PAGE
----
Spotify’s New Replay Playlist: New Algorithms Create Benefits For Fans, Artists, Labels
In this piece, Kristen Westcott Grant explores the evolving role of data algorithms in the streaming industry, and how Spotify's continued rollouts of new personalized playlists can help not just fans and the streaming service, but also artists and labels.
By Kristen Westcott Grant of Wescot Multimedia from Forbes
A few years ago I sat down with Spotify’s then-VP of Content and Distribution, who spoke about the idea of Spotify becoming the soundtrack to a listener's day, offering a “Songs To Sing In The Shower” playlist and news podcasts in the morning, “Deep Focus” and “Afternoon Acoustic“ playlists midday, and “Read & Unwind” playlists in the evening. The extent to which Spotify is working to tailor its user experience to each listener is constantly evolving.
On September 24, Spotify continued in this vein by announcing the release of two new personalized playlists called “On Repeat” and “Repeat Rewind.” The “On Repeat” playlist curates the songs that a listener has listened to multiple times within the last 30 days. The “Repeat Rewind” playlist includes tracks that a listener has played over a month ago. These algorithms are beneficial for listeners, but they can also be used to benefit artists. It comes down to motivation, perspective, and choice of use.
Have you ever gone panning for gold? Do you understand the process? You pick up a sieve, you dip it into the water and you pick up a whole lot of things that you do not need, including dirt and rocks. But somewhere in there is your gold. The motivations of the person holding the filter dictate how the filter is shaped and how the filter is shaped dictates what gold you get.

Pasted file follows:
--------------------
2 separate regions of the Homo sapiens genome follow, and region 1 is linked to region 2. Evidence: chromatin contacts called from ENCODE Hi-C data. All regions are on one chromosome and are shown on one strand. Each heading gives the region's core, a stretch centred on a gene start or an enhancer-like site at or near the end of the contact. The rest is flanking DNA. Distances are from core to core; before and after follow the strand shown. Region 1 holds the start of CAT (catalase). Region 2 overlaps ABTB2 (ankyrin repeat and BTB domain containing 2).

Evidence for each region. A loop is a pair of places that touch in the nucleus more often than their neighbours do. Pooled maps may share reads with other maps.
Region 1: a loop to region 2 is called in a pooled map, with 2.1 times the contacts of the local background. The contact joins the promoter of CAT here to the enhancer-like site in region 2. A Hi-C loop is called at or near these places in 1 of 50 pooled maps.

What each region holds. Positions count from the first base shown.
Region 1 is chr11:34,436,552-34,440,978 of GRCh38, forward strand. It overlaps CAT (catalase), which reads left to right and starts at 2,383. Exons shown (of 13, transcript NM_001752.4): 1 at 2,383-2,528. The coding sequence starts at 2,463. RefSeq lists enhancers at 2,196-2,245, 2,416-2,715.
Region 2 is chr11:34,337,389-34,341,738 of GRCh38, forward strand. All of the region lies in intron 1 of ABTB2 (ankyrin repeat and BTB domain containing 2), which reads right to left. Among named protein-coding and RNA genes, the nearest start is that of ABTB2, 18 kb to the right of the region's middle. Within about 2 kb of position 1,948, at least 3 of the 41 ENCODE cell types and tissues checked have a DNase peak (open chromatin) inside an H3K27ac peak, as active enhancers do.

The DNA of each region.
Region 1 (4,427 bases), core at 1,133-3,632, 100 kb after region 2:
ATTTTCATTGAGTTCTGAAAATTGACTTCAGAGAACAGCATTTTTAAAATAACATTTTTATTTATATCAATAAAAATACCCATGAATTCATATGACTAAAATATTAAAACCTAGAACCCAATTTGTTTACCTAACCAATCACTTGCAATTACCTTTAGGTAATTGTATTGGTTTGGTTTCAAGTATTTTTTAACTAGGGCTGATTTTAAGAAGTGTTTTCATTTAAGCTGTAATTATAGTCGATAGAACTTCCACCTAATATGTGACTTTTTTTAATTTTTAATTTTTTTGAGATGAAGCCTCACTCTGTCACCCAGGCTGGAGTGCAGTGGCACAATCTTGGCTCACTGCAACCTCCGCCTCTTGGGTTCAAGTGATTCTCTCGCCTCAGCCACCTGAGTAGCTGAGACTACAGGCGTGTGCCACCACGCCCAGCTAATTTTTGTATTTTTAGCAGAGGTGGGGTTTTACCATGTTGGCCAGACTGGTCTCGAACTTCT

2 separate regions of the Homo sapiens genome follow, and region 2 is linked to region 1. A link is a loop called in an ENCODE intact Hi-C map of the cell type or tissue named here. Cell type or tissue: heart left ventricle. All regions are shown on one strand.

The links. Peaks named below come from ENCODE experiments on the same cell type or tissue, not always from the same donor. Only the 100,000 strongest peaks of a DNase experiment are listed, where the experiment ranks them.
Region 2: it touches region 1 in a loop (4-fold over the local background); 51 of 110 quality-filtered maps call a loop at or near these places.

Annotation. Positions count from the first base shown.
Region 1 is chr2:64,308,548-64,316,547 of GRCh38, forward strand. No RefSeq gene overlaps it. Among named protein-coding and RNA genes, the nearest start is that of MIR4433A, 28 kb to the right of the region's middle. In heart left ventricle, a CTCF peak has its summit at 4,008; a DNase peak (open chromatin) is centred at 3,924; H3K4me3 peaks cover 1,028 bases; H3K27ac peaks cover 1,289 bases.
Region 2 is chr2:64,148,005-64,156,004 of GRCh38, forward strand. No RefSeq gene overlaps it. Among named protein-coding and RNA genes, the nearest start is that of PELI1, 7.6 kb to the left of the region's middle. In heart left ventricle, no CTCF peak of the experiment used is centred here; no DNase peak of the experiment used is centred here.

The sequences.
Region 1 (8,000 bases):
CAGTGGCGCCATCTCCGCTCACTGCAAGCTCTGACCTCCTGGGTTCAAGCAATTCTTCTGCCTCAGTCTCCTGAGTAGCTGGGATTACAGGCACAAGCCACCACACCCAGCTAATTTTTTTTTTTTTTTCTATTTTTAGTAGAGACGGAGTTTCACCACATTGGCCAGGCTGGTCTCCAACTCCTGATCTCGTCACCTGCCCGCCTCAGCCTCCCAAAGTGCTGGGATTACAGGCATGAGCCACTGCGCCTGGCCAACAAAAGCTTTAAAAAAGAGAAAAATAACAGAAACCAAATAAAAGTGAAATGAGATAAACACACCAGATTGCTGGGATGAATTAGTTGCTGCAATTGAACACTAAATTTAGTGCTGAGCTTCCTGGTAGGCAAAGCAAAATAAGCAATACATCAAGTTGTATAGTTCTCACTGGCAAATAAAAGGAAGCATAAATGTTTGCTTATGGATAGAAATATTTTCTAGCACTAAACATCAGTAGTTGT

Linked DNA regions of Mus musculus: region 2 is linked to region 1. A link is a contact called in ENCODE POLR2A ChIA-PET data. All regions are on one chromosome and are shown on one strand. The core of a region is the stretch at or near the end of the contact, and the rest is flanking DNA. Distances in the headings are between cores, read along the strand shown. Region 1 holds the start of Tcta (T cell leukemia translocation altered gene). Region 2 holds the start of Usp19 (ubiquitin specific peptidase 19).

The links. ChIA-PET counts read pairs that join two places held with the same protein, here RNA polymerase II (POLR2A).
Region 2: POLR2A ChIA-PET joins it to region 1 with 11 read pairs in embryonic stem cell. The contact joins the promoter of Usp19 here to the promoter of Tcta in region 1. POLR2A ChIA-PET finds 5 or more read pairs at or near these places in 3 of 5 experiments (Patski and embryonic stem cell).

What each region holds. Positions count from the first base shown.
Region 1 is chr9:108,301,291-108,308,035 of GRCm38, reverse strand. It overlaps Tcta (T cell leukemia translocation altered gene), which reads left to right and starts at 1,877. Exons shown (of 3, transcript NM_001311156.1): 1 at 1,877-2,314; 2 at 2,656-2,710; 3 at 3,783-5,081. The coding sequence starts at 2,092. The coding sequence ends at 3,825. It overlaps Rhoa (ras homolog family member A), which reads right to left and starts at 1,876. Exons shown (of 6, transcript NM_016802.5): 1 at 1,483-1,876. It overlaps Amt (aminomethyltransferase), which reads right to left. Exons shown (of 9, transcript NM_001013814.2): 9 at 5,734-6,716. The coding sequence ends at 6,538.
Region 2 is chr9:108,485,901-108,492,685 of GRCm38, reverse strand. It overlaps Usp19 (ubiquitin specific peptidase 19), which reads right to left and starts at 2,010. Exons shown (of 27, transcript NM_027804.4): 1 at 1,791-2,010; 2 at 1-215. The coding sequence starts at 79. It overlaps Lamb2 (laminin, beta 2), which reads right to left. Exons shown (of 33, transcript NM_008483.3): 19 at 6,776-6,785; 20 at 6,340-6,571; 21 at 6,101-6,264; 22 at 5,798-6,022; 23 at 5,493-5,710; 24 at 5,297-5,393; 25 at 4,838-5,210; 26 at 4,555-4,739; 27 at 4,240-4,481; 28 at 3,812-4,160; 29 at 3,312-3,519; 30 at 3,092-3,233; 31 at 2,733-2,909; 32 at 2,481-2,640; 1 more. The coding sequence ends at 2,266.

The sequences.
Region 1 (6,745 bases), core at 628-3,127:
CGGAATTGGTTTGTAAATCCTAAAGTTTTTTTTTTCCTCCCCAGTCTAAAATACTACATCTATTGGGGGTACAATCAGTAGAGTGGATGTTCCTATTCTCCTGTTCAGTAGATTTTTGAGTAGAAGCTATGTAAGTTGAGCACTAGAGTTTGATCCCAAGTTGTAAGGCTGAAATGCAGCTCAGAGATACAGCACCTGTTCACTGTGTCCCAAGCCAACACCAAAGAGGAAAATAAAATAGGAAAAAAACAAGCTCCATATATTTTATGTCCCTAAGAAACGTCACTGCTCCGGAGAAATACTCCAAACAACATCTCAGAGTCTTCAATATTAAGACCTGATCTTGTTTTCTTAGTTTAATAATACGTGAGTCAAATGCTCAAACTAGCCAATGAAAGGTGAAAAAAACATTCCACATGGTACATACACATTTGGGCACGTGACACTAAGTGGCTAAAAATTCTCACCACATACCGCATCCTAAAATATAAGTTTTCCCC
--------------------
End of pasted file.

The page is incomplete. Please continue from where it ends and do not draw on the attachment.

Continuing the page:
Digital service providers are motivated to utilize data to find music on behalf of listeners. Record labels are motivated to utilize data to find fans on behalf of musicians. These two perspectives use the same filter or algorithm and data to achieve different outcomes. Record labels use the platform Spotify for Artists to provide insights from streaming data to musicians and the businesses that support them. Platforms like this are similar to Apple Music Connect and Pandora’s Amp. Identifying repeat listeners can be useful for the purpose of creating tailored marketing and touring strategies, as well as creating tailored listening experiences. Providing demographics and city-level geographic insights of repeat listeners could amplify the effectiveness of insights available on Spotify For Artists.
The same holds true for Spotify’s marketing initiative, “Found Them First” Tool released a few years back. This marketing campaign was available on a microsite and let users see which breakout artists they had listened to on Spotify before they had their breakout success. From a label perspective, Spotify quantified what it means to be an early adopting fan. An example of what this could look like is identifying fans who have listened to an artist multiple times within an allotted time period, within two months of the artist's first release. Algorithms that have the potential of defining standardized ways of categorizing listener types should also be transparent.
Today's music industry involves many stakeholders which share the same need for data but for different reasons. When you create an algorithm that involves streaming data, it is worthwhile to look at its potential use from multiple perspectives and ask the question “How can I make this algorithm useful to multiple stakeholders and how can I facilitate dialogue around its impact?”